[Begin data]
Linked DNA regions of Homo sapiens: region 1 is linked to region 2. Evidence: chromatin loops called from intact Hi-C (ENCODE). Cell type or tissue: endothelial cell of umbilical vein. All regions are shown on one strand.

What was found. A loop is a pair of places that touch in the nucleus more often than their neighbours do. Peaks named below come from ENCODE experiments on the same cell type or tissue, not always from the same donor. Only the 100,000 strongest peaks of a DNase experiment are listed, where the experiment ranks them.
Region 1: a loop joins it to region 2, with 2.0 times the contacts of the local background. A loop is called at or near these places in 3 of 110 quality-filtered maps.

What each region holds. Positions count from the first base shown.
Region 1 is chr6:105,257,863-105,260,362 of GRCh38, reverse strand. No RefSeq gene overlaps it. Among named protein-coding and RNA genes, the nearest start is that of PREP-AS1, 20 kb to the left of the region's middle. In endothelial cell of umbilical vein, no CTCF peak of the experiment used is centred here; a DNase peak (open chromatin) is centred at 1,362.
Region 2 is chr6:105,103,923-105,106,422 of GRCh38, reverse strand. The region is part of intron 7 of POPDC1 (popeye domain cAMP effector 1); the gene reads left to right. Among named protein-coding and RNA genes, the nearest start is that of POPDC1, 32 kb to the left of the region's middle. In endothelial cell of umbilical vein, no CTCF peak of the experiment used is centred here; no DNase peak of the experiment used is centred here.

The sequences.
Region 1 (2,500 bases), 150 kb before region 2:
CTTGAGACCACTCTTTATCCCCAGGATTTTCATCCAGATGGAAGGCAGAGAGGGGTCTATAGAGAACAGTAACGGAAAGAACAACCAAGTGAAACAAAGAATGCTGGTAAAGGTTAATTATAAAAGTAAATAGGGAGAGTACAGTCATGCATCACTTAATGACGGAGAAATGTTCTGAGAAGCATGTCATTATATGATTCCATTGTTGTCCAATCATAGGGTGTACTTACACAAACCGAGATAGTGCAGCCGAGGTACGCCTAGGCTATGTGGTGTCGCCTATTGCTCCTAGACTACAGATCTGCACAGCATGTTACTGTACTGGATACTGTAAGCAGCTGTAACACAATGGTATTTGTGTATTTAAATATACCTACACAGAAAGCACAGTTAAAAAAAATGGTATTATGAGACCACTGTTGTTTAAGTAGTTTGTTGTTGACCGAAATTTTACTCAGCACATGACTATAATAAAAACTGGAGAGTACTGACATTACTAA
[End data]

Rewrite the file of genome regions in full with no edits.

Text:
Linked DNA regions of Homo sapiens: region 1 is linked to region 2. Evidence: chromatin loops called from intact Hi-C (ENCODE). Cell type or tissue: endothelial cell of umbilical vein. All regions are shown on one strand.

What was found. A loop is a pair of places that touch in the nucleus more often than their neighbours do. Peaks named below come from ENCODE experiments on the same cell type or tissue, not always from the same donor. Only the 100,000 strongest peaks of a DNase experiment are listed, where the experiment ranks them.
Region 1: a loop joins it to region 2, with 2.0 times the contacts of the local background. A loop is called at or near these places in 3 of 110 quality-filtered maps.

What each region holds. Positions count from the first base shown.
Region 1 is chr6:105,257,863-105,260,362 of GRCh38, reverse strand. No RefSeq gene overlaps it. Among named protein-coding and RNA genes, the nearest start is that of PREP-AS1, 20 kb to the left of the region's middle. In endothelial cell of umbilical vein, no CTCF peak of the experiment used is centred here; a DNase peak (open chromatin) is centred at 1,362.
Region 2 is chr6:105,103,923-105,106,422 of GRCh38, reverse strand. The region is part of intron 7 of POPDC1 (popeye domain cAMP effector 1); the gene reads left to right. Among named protein-coding and RNA genes, the nearest start is that of POPDC1, 32 kb to the left of the region's middle. In endothelial cell of umbilical vein, no CTCF peak of the experiment used is centred here; no DNase peak of the experiment used is centred here.

The sequences.
Region 1 (2,500 bases), 150 kb before region 2:
CTTGAGACCACTCTTTATCCCCAGGATTTTCATCCAGATGGAAGGCAGAGAGGGGTCTATAGAGAACAGTAACGGAAAGAACAACCAAGTGAAACAAAGAATGCTGGTAAAGGTTAATTATAAAAGTAAATAGGGAGAGTACAGTCATGCATCACTTAATGACGGAGAAATGTTCTGAGAAGCATGTCATTATATGATTCCATTGTTGTCCAATCATAGGGTGTACTTACACAAACCGAGATAGTGCAGCCGAGGTACGCCTAGGCTATGTGGTGTCGCCTATTGCTCCTAGACTACAGATCTGCACAGCATGTTACTGTACTGGATACTGTAAGCAGCTGTAACACAATGGTATTTGTGTATTTAAATATACCTACACAGAAAGCACAGTTAAAAAAAATGGTATTATGAGACCACTGTTGTTTAAGTAGTTTGTTGTTGACCGAAATTTTACTCAGCACATGACTATAATAAAAACTGGAGAGTACTGACATTACTAA